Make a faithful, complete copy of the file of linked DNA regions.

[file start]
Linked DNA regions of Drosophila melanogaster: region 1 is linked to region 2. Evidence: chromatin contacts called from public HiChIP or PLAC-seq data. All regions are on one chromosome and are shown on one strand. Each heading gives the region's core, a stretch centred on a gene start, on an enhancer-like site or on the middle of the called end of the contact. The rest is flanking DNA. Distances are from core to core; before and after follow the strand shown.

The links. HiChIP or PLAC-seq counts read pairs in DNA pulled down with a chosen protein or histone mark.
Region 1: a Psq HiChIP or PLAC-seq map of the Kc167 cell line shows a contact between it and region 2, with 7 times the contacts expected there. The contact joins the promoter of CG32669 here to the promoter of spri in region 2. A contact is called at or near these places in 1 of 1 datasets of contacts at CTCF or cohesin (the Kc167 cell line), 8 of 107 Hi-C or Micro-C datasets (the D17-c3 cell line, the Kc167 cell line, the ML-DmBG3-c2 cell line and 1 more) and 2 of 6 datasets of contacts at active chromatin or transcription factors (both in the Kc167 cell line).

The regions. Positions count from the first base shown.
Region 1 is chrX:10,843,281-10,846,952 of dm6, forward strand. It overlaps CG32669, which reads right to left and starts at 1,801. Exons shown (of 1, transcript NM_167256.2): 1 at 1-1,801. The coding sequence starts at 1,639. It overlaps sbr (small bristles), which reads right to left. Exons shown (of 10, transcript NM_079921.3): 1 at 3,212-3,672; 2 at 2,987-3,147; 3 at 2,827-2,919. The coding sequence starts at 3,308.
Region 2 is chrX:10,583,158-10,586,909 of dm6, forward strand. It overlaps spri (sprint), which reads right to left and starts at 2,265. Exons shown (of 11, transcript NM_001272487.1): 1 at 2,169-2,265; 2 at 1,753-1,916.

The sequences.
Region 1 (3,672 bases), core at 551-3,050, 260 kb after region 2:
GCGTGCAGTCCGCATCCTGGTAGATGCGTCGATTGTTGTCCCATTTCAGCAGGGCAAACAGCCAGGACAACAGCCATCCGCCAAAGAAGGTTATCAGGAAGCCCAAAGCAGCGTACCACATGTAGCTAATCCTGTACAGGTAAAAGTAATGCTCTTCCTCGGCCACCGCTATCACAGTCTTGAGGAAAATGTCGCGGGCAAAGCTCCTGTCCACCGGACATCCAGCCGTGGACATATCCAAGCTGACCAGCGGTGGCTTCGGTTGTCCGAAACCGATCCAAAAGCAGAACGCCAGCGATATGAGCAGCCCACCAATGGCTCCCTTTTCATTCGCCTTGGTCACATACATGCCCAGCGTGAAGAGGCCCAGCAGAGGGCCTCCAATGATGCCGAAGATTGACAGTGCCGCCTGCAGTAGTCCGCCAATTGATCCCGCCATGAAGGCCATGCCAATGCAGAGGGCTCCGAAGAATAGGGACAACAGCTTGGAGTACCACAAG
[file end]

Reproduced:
Linked DNA regions of Drosophila melanogaster: region 1 is linked to region 2. Evidence: chromatin contacts called from public HiChIP or PLAC-seq data. All regions are on one chromosome and are shown on one strand. Each heading gives the region's core, a stretch centred on a gene start, on an enhancer-like site or on the middle of the called end of the contact. The rest is flanking DNA. Distances are from core to core; before and after follow the strand shown.

The links. HiChIP or PLAC-seq counts read pairs in DNA pulled down with a chosen protein or histone mark.
Region 1: a Psq HiChIP or PLAC-seq map of the Kc167 cell line shows a contact between it and region 2, with 7 times the contacts expected there. The contact joins the promoter of CG32669 here to the promoter of spri in region 2. A contact is called at or near these places in 1 of 1 datasets of contacts at CTCF or cohesin (the Kc167 cell line), 8 of 107 Hi-C or Micro-C datasets (the D17-c3 cell line, the Kc167 cell line, the ML-DmBG3-c2 cell line and 1 more) and 2 of 6 datasets of contacts at active chromatin or transcription factors (both in the Kc167 cell line).

The regions. Positions count from the first base shown.
Region 1 is chrX:10,843,281-10,846,952 of dm6, forward strand. It overlaps CG32669, which reads right to left and starts at 1,801. Exons shown (of 1, transcript NM_167256.2): 1 at 1-1,801. The coding sequence starts at 1,639. It overlaps sbr (small bristles), which reads right to left. Exons shown (of 10, transcript NM_079921.3): 1 at 3,212-3,672; 2 at 2,987-3,147; 3 at 2,827-2,919. The coding sequence starts at 3,308.
Region 2 is chrX:10,583,158-10,586,909 of dm6, forward strand. It overlaps spri (sprint), which reads right to left and starts at 2,265. Exons shown (of 11, transcript NM_001272487.1): 1 at 2,169-2,265; 2 at 1,753-1,916.

The sequences.
Region 1 (3,672 bases), core at 551-3,050, 260 kb after region 2:
GCGTGCAGTCCGCATCCTGGTAGATGCGTCGATTGTTGTCCCATTTCAGCAGGGCAAACAGCCAGGACAACAGCCATCCGCCAAAGAAGGTTATCAGGAAGCCCAAAGCAGCGTACCACATGTAGCTAATCCTGTACAGGTAAAAGTAATGCTCTTCCTCGGCCACCGCTATCACAGTCTTGAGGAAAATGTCGCGGGCAAAGCTCCTGTCCACCGGACATCCAGCCGTGGACATATCCAAGCTGACCAGCGGTGGCTTCGGTTGTCCGAAACCGATCCAAAAGCAGAACGCCAGCGATATGAGCAGCCCACCAATGGCTCCCTTTTCATTCGCCTTGGTCACATACATGCCCAGCGTGAAGAGGCCCAGCAGAGGGCCTCCAATGATGCCGAAGATTGACAGTGCCGCCTGCAGTAGTCCGCCAATTGATCCCGCCATGAAGGCCATGCCAATGCAGAGGGCTCCGAAGAATAGGGACAACAGCTTGGAGTACCACAAG